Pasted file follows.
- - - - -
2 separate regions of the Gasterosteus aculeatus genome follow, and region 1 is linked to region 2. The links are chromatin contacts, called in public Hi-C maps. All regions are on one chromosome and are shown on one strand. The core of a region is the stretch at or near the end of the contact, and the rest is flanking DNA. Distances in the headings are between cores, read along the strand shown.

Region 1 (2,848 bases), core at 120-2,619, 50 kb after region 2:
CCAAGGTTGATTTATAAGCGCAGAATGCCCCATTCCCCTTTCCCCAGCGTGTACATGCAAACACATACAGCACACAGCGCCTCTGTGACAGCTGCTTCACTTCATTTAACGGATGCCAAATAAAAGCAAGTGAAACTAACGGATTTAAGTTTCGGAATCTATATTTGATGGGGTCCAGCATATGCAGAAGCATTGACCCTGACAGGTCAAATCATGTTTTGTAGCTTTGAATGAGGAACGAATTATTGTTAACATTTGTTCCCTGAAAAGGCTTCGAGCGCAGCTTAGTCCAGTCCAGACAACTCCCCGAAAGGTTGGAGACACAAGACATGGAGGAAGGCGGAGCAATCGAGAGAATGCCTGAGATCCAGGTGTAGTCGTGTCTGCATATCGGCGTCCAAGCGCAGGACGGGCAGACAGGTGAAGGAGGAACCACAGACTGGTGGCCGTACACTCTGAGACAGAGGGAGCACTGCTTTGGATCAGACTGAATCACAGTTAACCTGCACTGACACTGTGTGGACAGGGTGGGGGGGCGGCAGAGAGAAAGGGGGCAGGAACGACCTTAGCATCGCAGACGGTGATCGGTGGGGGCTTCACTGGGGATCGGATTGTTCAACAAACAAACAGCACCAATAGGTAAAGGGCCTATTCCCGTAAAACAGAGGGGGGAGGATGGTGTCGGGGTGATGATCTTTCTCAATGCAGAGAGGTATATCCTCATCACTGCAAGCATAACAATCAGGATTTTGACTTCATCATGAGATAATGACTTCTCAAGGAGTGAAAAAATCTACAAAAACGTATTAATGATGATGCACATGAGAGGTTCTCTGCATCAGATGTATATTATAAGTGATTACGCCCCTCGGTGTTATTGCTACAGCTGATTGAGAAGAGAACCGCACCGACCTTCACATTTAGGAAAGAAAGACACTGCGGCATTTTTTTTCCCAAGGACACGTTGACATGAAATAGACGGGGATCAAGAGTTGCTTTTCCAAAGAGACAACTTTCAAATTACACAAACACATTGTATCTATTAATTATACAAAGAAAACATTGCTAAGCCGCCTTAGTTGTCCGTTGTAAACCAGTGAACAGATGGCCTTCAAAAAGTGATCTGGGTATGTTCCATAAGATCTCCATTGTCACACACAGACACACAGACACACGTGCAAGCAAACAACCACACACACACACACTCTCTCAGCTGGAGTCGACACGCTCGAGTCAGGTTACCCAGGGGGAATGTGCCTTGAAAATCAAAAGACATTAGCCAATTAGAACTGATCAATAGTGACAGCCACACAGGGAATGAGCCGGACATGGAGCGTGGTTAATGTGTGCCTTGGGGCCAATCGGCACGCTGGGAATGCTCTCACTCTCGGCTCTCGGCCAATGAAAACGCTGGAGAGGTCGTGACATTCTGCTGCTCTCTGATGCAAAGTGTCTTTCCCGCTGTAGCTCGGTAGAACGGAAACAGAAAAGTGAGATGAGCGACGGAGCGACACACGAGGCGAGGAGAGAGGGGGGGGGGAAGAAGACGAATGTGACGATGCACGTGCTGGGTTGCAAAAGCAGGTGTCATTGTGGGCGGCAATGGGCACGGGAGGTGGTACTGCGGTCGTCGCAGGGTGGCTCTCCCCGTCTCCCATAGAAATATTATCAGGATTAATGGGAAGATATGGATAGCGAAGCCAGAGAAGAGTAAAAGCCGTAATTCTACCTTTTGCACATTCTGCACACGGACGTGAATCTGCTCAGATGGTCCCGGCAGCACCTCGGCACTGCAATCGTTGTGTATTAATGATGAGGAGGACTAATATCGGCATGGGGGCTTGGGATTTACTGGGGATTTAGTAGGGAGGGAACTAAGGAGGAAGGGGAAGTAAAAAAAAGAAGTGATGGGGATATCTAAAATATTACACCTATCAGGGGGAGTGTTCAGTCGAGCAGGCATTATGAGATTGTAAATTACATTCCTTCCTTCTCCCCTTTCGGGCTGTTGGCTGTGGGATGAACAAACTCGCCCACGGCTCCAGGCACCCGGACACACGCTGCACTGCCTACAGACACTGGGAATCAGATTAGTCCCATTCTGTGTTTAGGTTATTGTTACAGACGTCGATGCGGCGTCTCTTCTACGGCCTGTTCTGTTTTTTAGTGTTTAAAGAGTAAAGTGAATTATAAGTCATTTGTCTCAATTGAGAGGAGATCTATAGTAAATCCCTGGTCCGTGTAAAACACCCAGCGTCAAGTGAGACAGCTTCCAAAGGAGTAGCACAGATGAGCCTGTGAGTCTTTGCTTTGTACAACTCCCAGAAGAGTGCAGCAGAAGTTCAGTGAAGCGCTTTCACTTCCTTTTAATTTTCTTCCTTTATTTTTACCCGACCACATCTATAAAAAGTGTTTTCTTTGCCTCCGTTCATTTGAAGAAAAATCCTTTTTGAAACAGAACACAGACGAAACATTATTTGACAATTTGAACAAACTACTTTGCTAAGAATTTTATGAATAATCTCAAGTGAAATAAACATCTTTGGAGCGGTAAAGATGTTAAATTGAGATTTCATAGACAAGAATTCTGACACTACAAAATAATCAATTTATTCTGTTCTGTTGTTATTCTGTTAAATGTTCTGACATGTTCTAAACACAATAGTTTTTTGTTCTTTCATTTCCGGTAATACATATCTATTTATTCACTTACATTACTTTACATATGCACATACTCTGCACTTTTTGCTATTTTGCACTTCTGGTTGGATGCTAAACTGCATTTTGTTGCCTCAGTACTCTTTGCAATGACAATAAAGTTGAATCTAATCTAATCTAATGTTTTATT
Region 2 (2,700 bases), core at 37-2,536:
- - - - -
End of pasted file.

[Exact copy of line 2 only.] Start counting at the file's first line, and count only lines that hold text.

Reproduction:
Region 1 (2,848 bases), core at 120-2,619, 50 kb after region 2: